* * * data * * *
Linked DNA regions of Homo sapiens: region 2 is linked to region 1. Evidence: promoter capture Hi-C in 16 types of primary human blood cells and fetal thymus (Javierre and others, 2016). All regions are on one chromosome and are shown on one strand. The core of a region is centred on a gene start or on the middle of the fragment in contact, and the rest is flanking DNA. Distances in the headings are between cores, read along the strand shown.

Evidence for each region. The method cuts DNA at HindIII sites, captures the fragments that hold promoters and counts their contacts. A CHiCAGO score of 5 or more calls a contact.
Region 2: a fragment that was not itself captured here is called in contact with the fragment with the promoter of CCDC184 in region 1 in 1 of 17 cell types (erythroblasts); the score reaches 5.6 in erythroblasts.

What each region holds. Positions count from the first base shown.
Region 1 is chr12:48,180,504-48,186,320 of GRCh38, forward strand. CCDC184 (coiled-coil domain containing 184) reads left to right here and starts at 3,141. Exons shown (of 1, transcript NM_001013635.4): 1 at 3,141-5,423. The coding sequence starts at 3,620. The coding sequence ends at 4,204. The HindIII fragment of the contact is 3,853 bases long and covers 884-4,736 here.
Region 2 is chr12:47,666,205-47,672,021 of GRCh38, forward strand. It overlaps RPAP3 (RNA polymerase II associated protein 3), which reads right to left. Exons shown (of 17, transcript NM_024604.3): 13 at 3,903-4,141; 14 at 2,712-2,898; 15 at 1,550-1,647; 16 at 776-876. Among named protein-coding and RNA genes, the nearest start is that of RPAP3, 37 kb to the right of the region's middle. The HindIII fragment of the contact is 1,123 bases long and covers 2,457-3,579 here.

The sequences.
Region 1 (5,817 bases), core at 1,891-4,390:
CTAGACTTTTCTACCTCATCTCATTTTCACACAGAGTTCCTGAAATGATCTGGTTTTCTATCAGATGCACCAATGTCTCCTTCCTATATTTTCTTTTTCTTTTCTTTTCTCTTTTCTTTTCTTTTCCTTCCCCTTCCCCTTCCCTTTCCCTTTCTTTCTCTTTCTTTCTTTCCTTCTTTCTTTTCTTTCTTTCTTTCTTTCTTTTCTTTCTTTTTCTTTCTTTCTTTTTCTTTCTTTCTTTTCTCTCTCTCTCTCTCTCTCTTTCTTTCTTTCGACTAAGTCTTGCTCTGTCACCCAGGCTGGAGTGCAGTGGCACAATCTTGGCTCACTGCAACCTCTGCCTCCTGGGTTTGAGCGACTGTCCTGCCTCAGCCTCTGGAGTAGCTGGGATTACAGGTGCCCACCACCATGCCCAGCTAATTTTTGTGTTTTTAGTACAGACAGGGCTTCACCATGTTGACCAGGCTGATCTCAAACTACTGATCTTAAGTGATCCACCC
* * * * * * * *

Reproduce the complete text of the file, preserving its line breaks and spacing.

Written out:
Linked DNA regions of Homo sapiens: region 2 is linked to region 1. Evidence: promoter capture Hi-C in 16 types of primary human blood cells and fetal thymus (Javierre and others, 2016). All regions are on one chromosome and are shown on one strand. The core of a region is centred on a gene start or on the middle of the fragment in contact, and the rest is flanking DNA. Distances in the headings are between cores, read along the strand shown.

Evidence for each region. The method cuts DNA at HindIII sites, captures the fragments that hold promoters and counts their contacts. A CHiCAGO score of 5 or more calls a contact.
Region 2: a fragment that was not itself captured here is called in contact with the fragment with the promoter of CCDC184 in region 1 in 1 of 17 cell types (erythroblasts); the score reaches 5.6 in erythroblasts.

What each region holds. Positions count from the first base shown.
Region 1 is chr12:48,180,504-48,186,320 of GRCh38, forward strand. CCDC184 (coiled-coil domain containing 184) reads left to right here and starts at 3,141. Exons shown (of 1, transcript NM_001013635.4): 1 at 3,141-5,423. The coding sequence starts at 3,620. The coding sequence ends at 4,204. The HindIII fragment of the contact is 3,853 bases long and covers 884-4,736 here.
Region 2 is chr12:47,666,205-47,672,021 of GRCh38, forward strand. It overlaps RPAP3 (RNA polymerase II associated protein 3), which reads right to left. Exons shown (of 17, transcript NM_024604.3): 13 at 3,903-4,141; 14 at 2,712-2,898; 15 at 1,550-1,647; 16 at 776-876. Among named protein-coding and RNA genes, the nearest start is that of RPAP3, 37 kb to the right of the region's middle. The HindIII fragment of the contact is 1,123 bases long and covers 2,457-3,579 here.

The sequences.
Region 1 (5,817 bases), core at 1,891-4,390:
CTAGACTTTTCTACCTCATCTCATTTTCACACAGAGTTCCTGAAATGATCTGGTTTTCTATCAGATGCACCAATGTCTCCTTCCTATATTTTCTTTTTCTTTTCTTTTCTCTTTTCTTTTCTTTTCCTTCCCCTTCCCCTTCCCTTTCCCTTTCTTTCTCTTTCTTTCTTTCCTTCTTTCTTTTCTTTCTTTCTTTCTTTCTTTTCTTTCTTTTTCTTTCTTTCTTTTTCTTTCTTTCTTTTCTCTCTCTCTCTCTCTCTCTTTCTTTCTTTCGACTAAGTCTTGCTCTGTCACCCAGGCTGGAGTGCAGTGGCACAATCTTGGCTCACTGCAACCTCTGCCTCCTGGGTTTGAGCGACTGTCCTGCCTCAGCCTCTGGAGTAGCTGGGATTACAGGTGCCCACCACCATGCCCAGCTAATTTTTGTGTTTTTAGTACAGACAGGGCTTCACCATGTTGACCAGGCTGATCTCAAACTACTGATCTTAAGTGATCCACCC